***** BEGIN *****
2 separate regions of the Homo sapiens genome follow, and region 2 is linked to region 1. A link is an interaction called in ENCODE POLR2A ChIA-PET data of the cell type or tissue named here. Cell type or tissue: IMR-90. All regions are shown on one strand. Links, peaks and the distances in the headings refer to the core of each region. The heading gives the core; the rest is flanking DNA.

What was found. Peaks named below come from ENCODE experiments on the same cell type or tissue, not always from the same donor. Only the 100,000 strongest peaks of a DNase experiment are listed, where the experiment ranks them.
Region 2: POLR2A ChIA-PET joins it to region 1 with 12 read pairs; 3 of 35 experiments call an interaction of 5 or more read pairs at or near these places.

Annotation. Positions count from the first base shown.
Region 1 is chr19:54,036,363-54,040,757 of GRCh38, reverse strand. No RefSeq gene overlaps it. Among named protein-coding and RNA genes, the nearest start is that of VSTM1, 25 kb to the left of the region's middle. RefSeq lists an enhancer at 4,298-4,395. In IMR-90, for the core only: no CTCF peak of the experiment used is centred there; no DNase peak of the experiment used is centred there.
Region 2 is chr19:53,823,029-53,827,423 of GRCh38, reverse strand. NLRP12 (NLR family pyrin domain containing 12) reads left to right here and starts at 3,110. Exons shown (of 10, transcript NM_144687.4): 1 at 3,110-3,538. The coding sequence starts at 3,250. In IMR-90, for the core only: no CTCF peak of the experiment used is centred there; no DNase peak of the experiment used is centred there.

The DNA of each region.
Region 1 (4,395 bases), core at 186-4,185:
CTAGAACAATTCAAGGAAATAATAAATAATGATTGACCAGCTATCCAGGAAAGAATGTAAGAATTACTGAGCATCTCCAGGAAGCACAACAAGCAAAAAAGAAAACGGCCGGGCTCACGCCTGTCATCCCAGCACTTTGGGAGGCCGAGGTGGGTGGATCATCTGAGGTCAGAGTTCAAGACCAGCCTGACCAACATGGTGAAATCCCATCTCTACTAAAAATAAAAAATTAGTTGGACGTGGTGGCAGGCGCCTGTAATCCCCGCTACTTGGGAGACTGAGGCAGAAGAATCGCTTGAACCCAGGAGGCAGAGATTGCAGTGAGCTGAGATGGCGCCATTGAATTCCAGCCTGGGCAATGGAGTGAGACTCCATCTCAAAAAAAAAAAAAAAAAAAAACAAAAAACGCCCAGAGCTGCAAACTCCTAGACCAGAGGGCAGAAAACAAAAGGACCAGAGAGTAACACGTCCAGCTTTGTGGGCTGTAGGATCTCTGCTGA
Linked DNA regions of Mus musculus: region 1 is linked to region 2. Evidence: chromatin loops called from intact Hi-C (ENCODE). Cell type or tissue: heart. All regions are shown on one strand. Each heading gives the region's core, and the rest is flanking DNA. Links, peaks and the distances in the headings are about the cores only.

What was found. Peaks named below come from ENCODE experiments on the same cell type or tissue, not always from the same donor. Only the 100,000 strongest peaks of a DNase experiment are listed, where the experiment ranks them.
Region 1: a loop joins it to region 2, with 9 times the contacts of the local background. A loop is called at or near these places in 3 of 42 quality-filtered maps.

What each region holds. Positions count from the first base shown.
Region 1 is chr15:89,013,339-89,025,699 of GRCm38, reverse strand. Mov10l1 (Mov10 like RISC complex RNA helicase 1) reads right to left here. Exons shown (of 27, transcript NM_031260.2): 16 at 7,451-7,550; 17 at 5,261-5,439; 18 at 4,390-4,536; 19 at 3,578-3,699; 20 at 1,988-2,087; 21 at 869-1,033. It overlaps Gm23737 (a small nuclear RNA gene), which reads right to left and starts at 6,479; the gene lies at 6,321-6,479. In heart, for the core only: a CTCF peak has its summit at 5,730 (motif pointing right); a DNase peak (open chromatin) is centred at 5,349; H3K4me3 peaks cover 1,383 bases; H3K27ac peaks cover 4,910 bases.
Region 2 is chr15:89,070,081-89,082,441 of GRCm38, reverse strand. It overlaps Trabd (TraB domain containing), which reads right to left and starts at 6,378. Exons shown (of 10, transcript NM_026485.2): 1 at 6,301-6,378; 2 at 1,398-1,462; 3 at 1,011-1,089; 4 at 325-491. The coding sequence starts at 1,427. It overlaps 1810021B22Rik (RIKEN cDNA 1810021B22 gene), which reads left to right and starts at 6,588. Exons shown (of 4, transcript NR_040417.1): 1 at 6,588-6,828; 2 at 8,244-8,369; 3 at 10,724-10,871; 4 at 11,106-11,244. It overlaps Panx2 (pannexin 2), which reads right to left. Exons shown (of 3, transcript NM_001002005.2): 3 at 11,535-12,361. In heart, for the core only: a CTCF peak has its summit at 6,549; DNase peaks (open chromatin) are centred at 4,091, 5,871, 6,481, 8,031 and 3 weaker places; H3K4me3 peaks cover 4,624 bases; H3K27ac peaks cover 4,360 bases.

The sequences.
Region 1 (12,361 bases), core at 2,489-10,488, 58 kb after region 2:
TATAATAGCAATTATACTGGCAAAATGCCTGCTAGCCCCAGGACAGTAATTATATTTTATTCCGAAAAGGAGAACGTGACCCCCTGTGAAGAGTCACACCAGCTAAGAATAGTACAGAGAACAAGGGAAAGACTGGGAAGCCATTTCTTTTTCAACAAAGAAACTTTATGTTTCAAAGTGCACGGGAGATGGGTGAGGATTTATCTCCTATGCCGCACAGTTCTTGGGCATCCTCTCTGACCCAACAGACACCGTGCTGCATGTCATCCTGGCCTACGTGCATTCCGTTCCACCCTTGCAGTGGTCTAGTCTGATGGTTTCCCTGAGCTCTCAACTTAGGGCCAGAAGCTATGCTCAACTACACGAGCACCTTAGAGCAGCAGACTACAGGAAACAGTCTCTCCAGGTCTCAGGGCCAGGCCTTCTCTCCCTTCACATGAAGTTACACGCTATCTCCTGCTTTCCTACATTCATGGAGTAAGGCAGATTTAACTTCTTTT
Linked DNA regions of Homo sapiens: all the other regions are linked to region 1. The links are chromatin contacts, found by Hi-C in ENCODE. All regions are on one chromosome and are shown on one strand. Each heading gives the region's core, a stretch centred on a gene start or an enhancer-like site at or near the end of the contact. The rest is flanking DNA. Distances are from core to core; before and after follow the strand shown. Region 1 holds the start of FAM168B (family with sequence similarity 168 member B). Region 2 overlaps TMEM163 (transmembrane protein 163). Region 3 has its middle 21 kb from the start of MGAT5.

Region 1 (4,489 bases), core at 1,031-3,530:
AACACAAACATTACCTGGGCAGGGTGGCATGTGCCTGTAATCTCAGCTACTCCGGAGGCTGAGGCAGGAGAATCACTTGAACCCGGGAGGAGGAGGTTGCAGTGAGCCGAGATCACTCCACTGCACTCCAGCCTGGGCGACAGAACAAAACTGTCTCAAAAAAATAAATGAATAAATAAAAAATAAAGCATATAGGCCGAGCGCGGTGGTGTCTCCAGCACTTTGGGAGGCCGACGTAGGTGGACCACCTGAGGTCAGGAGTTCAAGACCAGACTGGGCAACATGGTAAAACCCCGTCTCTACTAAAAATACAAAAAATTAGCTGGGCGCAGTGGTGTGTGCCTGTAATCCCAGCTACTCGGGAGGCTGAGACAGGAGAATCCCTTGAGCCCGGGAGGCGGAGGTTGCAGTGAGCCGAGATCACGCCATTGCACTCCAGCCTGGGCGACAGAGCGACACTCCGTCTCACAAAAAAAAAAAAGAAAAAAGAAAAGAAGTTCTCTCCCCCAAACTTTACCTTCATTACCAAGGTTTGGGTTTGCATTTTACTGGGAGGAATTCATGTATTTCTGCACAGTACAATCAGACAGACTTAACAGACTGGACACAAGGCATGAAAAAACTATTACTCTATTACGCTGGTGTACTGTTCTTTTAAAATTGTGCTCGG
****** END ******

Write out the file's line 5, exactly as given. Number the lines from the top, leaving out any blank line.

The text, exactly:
Region 1 is chr19:54,036,363-54,040,757 of GRCh38, reverse strand. No RefSeq gene overlaps it. Among named protein-coding and RNA genes, the nearest start is that of VSTM1, 25 kb to the left of the region's middle. RefSeq lists an enhancer at 4,298-4,395. In IMR-90, for the core only: no CTCF peak of the experiment used is centred there; no DNase peak of the experiment used is centred there.